|Publication number||US6735925 B2|
|Application number||US 10/076,298|
|Publication date||18 May 2004|
|Filing date||14 Feb 2002|
|Priority date||14 Feb 2002|
|Also published as||US20030153448, US20040062886, WO2003068614A1, WO2003068614A8|
|Publication number||076298, 10076298, US 6735925 B2, US 6735925B2, US-B2-6735925, US6735925 B2, US6735925B2|
|Inventors||Donald E. Weder, Joseph G. Straeter|
|Original Assignee||Southpac Trust International, Inc.|
|Export Citation||BiBTeX, EndNote, RefMan|
|Patent Citations (107), Non-Patent Citations (23), Referenced by (3), Classifications (10), Legal Events (7)|
|External Links: USPTO, USPTO Assignment, Espacenet|
This invention relates to sleeves, covers or containers used to wrap flower pots, contain or display floral groupings, or cultivate or display botanical items and methods of use thereof and methods of their manufacture.
FIG. 1 is a plan view of a square sheet of material used to form a decorative cover in accordance with the present invention.
FIG. 2 is an elevational view of the sheet of material of FIG. 1 having a first folded portion.
FIG. 3 is a cross-sectional view of the sheet of material of FIG. 2 taken along line 3—3.
FIG. 4 is an elevational view of the sheet of material of FIG. 2 having a second folded portion.
FIG. 5 is a cross-sectional view of the sheet of material of FIG. 4 taken along line 5—5.
FIG. 6 is an elevational view of the sheet of material of FIG. 4 having a third folded portion.
FIG. 7 is a cross-sectional view of the sheet of material of FIG. 6 taken along line 7—7.
FIG. 8 is an elevational view of the sheet of material of FIG. 6 having a fourth folded portion forming a decorative cover.
FIG. 9 is a cross-sectional view of the decorative cover formed by the sheet of material of FIG. 8 taken along line 9—9.
FIG. 10 is a bottom view of the decorative cover of FIG. 8 after it is formed into an open position.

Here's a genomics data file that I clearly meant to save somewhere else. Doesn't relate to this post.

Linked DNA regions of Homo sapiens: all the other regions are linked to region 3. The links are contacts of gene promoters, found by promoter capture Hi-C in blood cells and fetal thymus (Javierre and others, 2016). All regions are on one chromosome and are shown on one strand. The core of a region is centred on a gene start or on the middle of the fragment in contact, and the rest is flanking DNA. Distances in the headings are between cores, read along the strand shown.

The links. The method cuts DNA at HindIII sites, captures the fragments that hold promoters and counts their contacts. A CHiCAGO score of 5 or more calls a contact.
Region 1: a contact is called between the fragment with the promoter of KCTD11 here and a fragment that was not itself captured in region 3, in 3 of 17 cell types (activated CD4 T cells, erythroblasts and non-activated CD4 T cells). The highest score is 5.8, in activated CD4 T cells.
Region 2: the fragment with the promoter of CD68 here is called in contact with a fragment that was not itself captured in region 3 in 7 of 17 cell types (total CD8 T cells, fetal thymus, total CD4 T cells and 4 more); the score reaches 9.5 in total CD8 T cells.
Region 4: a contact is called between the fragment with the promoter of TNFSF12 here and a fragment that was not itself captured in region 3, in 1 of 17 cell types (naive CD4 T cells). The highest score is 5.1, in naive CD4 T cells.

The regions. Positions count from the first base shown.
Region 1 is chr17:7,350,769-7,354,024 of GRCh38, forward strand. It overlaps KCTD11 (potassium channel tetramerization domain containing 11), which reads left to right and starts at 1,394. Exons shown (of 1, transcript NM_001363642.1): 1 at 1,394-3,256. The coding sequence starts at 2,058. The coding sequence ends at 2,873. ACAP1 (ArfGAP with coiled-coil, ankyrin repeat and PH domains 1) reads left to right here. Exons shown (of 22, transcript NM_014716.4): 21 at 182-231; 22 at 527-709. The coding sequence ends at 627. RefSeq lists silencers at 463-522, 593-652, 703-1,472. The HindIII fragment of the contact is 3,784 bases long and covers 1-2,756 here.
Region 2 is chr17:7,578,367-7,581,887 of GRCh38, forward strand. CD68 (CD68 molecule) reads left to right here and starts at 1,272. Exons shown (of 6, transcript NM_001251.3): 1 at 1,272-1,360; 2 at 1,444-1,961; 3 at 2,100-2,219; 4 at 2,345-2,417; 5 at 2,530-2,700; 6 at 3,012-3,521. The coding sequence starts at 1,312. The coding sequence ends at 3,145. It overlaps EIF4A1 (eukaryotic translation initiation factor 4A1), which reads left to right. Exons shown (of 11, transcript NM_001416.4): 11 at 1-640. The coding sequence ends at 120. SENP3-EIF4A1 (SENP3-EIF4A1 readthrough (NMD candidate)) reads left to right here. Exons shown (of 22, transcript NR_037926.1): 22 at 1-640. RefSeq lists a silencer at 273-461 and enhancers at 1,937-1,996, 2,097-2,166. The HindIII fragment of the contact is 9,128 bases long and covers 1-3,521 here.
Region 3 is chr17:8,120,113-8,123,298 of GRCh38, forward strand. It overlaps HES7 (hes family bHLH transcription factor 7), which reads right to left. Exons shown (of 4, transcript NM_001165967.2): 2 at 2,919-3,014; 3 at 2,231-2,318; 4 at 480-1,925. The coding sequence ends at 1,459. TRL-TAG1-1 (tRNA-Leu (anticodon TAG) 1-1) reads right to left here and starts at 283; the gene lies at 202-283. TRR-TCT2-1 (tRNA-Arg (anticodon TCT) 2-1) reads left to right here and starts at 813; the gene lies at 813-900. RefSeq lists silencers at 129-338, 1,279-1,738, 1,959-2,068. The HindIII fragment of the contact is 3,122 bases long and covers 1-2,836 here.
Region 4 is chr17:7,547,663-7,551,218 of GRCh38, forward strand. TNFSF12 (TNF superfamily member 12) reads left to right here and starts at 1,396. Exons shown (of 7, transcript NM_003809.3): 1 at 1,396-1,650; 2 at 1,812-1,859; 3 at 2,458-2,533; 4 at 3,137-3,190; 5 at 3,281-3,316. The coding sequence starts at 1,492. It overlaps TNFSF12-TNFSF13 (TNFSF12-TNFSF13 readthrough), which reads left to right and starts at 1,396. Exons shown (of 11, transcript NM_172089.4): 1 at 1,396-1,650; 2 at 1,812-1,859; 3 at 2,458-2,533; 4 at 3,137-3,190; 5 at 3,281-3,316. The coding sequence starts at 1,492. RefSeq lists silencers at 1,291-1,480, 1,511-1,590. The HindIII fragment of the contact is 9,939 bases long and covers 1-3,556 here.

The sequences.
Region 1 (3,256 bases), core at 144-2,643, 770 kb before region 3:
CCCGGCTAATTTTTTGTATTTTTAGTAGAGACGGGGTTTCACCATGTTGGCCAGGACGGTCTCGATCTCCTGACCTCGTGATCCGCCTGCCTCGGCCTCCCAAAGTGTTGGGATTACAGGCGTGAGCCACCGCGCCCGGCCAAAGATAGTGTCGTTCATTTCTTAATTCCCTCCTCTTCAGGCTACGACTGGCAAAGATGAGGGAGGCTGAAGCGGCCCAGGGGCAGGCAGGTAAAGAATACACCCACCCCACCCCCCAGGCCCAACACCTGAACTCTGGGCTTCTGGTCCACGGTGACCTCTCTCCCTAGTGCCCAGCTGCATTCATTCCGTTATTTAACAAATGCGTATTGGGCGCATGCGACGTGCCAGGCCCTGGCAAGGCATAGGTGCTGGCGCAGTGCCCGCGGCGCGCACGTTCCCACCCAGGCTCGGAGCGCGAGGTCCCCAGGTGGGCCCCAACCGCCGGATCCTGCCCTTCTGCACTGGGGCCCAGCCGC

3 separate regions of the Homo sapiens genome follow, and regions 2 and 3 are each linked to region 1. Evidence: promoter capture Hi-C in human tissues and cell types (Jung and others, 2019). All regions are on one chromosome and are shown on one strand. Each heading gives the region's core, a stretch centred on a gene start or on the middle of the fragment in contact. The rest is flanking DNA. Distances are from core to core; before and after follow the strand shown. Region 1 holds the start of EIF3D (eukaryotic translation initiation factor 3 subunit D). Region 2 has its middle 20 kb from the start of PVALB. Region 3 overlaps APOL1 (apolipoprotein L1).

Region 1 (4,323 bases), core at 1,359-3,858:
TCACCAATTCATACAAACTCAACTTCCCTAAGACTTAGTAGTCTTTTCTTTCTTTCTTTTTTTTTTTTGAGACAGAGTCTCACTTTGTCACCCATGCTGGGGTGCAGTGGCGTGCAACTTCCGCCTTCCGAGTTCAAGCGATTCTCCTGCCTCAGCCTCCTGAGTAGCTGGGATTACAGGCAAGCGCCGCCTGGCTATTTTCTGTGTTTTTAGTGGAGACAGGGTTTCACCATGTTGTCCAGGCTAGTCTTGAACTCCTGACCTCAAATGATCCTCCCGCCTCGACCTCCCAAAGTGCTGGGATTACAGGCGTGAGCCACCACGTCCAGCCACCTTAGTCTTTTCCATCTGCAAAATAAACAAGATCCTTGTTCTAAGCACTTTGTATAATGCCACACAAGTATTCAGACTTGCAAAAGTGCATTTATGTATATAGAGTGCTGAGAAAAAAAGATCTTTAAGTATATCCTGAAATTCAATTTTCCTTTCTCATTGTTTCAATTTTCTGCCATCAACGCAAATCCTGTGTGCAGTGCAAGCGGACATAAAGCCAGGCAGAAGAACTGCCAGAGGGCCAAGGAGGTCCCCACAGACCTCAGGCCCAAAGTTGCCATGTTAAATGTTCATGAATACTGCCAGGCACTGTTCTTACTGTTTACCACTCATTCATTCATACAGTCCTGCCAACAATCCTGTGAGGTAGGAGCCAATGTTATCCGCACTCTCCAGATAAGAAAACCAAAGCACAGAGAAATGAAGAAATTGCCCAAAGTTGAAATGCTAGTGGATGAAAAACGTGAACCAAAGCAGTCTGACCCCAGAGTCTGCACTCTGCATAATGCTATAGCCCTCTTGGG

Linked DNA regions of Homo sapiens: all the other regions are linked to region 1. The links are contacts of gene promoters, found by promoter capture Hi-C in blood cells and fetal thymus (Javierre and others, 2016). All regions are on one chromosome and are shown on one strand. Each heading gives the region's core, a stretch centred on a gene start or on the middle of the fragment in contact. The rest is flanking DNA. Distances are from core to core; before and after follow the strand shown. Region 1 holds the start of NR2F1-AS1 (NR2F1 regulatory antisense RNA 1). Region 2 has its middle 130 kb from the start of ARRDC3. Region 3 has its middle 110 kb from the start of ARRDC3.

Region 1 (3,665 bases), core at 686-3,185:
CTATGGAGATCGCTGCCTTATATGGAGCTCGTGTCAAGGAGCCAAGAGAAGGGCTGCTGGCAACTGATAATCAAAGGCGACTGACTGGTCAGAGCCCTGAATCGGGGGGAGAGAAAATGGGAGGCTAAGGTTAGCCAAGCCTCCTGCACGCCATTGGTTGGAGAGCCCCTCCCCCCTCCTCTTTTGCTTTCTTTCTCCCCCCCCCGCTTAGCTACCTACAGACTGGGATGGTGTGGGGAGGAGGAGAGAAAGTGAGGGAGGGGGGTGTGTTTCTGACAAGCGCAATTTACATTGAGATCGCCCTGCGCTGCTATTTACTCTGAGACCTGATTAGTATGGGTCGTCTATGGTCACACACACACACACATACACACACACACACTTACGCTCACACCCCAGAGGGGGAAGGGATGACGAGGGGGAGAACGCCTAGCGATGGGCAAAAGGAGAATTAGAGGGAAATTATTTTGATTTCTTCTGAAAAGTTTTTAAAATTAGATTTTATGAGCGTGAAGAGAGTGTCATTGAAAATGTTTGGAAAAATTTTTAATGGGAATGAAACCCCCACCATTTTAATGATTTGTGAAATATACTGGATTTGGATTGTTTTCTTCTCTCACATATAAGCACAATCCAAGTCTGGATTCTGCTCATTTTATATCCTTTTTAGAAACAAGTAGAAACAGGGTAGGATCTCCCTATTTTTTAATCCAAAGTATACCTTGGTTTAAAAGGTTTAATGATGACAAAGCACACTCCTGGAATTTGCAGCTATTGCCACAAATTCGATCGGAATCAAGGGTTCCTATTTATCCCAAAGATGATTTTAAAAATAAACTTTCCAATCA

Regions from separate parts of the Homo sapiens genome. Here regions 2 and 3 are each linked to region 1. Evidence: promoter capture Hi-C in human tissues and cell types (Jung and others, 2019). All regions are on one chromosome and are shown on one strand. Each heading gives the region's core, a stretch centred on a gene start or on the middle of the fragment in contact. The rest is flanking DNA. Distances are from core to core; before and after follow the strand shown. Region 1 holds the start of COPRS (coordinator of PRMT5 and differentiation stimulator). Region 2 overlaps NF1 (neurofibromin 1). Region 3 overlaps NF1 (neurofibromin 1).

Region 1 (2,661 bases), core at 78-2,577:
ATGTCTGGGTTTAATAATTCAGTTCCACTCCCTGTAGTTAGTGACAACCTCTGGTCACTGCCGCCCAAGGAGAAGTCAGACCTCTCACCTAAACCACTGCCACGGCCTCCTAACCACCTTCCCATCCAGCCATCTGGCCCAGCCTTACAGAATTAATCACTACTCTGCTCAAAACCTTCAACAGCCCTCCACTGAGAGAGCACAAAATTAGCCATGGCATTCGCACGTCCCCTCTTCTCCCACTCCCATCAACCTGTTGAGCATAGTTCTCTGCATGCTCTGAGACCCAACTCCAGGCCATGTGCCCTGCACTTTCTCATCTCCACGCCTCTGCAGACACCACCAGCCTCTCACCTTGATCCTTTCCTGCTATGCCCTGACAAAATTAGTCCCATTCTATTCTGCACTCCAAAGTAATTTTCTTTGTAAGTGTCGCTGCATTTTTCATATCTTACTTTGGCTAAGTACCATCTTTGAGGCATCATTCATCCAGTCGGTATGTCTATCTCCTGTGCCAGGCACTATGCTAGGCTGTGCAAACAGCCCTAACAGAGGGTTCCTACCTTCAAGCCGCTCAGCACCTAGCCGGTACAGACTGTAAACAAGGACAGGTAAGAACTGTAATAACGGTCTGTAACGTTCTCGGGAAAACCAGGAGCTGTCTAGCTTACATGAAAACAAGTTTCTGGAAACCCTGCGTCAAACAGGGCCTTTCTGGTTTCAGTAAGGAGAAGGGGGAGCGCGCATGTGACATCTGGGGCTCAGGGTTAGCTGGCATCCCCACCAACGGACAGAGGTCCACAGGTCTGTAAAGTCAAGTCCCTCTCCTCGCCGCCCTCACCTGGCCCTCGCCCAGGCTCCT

FIG. 11 is a perspective view of the opened decorative cover of FIG. 10 having a pot and floral grouping disposed therein.
FIG. 12 is a plan view of an alternate version of a sheet of material used to form a decorative cover in accordance with the present invention.
FIG. 13 is an elevational view of a decorative cover formed using the sheet of material of FIG. 12.
FIG. 14 is a plan view of an alternate version of a sheet of material used to form a decorative cover in accordance with the present invention.
FIG. 15 is an elevational view of a decorative cover formed using the sheet of material of FIG. 14.
FIG. 16 is a plan view of an alternate version of a sheet of material used to form a decorative cover in accordance with the present invention.
FIG. 17 is an elevational view of a decorative cover formed using the sheet of material of FIG. 16.
The present invention contemplates a floral cover which is manufactured from a flat sheet of material by folding and securing portions of the sheet of material in a particular sequence into the shape of a tubular sleeve which is then formed into an opened container to contain a pot, floral grouping, botanical item or growing material. It will be appreciated that the examples of the invention provided herein are not intended to limit the scope and extent of the claimed invention but are only intended to exemplify various of the embodiments of the invention contemplated herein.
Referring now to the drawings, FIGS. 1-9 show a process of folding a sheet of material 10 into a decorative cover 108 (FIGS. 8-11) which can be used to contain a potted plant, floral grouping or botanical item.